Influence of population and general practice characteristics on prescribing of minor tranquilisers in primary care

  • Andrew C. Wagner
  • Mark Hann
  • Darren M. Ashcroft
Keywords: Tranquilizing Agents, Drug Prescriptions, Drug Utilization, Healthcare Disparities, United Kingdom

Abstract

Prevalence of generalised anxiety disorders is widespread in Great Britain. Previous small-scale research has shown variations in minor tranquiliser prescribing, identifying several potential predictors of prescribing volume.

Objective: This study aimed to investigate the relationship between general practice minor tranquiliser prescribing rates and practice population and general practice characteristics for all general practices in England.

Methods: Multiple regression analysis of minor tranquiliser prescribing volumes during 2004/2005 for 8,291 English general practices with general practice and population variables obtained from the General Medical Services (GMS) statistics, Quality and Outcomes Framework (QOF), 2001 Census and 2004 Index of Multiple Deprivation (IMD).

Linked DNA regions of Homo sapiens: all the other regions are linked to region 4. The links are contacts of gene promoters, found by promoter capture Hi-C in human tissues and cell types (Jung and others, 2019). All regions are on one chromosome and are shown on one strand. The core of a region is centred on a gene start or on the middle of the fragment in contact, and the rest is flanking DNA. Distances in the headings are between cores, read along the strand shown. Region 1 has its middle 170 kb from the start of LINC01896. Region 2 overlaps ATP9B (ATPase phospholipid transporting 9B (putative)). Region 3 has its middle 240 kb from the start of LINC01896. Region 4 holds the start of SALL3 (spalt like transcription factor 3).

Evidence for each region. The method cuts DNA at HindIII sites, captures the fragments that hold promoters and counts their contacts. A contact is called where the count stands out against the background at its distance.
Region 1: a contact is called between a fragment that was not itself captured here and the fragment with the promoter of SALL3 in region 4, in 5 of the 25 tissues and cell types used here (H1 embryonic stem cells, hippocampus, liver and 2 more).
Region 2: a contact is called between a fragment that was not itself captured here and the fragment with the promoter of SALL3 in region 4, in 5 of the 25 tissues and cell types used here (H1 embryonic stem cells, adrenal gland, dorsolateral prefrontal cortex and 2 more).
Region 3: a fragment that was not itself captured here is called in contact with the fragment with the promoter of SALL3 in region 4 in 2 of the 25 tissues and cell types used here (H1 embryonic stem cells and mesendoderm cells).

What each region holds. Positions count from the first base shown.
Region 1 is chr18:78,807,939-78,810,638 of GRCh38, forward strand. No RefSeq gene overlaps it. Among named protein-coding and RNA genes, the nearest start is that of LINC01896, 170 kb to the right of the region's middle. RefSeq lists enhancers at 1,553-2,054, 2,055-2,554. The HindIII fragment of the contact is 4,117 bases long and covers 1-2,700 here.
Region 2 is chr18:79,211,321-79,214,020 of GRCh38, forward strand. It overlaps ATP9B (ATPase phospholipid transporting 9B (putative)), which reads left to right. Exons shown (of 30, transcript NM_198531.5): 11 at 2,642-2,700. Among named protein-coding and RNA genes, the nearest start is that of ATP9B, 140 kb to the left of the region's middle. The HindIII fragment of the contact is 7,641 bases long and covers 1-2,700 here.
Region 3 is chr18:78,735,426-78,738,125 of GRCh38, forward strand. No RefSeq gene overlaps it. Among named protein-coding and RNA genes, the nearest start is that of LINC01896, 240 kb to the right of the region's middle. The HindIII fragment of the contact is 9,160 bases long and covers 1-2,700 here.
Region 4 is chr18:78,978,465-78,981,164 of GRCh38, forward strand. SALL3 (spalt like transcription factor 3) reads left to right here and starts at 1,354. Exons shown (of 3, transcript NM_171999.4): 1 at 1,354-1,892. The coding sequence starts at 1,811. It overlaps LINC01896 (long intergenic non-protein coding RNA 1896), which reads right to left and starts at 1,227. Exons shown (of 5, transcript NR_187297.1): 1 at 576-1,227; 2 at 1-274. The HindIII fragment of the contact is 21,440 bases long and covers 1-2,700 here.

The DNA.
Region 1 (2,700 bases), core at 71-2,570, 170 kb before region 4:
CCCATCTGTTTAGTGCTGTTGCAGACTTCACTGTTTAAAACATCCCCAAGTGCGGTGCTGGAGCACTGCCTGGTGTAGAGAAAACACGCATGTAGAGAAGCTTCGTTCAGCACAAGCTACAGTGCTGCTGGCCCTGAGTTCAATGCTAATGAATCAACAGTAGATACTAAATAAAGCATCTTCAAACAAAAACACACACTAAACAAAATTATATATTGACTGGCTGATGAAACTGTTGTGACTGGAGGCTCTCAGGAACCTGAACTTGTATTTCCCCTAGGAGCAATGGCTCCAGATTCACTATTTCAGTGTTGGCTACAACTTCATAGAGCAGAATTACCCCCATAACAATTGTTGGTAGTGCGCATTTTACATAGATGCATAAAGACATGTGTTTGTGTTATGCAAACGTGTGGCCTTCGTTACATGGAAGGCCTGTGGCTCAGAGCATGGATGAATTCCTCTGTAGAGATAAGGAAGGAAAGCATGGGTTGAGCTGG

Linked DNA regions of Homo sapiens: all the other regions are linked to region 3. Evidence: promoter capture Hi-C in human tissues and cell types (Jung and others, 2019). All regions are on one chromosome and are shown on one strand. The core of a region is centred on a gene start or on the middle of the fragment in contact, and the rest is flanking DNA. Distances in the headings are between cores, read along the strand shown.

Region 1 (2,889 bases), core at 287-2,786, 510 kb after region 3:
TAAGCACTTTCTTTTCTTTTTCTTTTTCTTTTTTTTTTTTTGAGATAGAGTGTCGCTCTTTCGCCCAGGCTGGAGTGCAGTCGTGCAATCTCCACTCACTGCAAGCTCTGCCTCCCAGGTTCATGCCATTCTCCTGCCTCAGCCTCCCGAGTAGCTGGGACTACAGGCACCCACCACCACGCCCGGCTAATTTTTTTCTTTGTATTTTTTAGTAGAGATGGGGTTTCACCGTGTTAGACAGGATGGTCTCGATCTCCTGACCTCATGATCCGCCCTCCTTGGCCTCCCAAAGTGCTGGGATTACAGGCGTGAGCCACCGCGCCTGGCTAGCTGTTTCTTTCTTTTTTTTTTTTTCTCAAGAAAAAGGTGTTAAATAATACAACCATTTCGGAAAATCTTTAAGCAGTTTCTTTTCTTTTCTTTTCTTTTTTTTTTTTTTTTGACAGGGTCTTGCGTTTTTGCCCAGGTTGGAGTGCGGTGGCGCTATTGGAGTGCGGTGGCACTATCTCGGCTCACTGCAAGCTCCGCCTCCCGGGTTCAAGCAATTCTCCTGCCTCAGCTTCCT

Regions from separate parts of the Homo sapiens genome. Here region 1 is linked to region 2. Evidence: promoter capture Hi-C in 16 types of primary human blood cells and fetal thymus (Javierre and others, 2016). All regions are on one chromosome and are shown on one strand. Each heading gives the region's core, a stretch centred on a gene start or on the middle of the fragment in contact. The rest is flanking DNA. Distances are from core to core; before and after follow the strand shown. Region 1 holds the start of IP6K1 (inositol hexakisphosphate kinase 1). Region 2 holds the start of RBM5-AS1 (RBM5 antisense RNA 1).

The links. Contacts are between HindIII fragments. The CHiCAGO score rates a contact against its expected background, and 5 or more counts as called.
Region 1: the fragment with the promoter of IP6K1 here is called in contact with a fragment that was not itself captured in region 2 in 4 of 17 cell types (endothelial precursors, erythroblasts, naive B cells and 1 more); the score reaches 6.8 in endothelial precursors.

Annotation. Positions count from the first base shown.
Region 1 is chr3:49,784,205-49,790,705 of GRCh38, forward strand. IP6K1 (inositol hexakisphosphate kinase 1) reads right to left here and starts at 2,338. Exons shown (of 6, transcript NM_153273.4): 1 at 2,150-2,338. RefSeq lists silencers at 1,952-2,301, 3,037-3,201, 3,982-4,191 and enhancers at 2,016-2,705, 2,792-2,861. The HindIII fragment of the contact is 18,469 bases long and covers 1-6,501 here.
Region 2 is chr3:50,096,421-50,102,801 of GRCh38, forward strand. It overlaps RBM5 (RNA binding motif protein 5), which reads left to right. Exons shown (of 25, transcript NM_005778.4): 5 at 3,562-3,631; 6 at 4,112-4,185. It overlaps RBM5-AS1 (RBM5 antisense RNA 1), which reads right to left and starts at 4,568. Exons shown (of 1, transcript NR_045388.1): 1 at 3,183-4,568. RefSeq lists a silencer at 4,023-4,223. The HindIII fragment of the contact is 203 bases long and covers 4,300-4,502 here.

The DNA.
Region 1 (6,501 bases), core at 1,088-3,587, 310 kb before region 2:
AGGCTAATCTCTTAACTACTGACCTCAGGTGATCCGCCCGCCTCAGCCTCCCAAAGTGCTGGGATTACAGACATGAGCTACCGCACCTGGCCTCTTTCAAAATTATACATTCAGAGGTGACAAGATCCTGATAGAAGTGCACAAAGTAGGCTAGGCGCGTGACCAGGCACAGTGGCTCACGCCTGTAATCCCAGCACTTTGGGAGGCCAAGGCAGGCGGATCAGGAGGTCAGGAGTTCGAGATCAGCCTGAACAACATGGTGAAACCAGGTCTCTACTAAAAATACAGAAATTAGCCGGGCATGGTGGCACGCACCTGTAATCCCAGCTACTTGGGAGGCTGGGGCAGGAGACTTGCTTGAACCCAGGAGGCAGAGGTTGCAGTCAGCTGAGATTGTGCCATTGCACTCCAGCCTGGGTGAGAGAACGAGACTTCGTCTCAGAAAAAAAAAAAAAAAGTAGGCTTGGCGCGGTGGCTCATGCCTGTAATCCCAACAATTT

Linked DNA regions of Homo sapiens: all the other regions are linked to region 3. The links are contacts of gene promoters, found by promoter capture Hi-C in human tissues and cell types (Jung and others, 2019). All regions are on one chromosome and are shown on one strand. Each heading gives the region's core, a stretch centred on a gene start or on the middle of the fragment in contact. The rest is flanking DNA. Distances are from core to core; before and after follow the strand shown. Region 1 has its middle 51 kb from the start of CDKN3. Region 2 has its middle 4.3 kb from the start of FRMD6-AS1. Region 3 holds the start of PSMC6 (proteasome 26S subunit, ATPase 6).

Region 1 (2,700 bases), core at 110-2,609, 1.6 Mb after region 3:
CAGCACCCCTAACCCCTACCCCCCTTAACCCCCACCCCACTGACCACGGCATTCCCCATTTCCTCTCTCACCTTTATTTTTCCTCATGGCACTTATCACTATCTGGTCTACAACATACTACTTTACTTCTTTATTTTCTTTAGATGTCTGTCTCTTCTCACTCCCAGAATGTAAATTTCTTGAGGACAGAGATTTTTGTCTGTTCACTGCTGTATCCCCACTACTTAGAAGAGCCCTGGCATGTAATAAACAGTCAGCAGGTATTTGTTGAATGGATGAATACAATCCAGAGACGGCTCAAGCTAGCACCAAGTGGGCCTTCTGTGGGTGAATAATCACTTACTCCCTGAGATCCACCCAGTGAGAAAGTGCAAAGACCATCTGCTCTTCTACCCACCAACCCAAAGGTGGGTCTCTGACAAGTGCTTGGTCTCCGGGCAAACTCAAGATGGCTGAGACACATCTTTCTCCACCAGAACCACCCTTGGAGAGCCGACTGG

Results: The highest rates of minor tranquiliser prescribing were in areas with the greatest local deprivation while general practices situated in areas with larger proportions of residents of black ethnic origin had lower rates of prescribing. Other predictors of increased prescribing were general practices with older general practitioners and general practices with older registered practice populations.

Conclusion: Our findings show that there is wide variation of minor tranquilisers prescribing across England which has implications regarding access to treatment and inequity of service provision. Future research should determine the barriers to equitable prescribing amongst general practices serving larger populations of black ethnic origin.

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Published
2010-09-03
Section
Original Research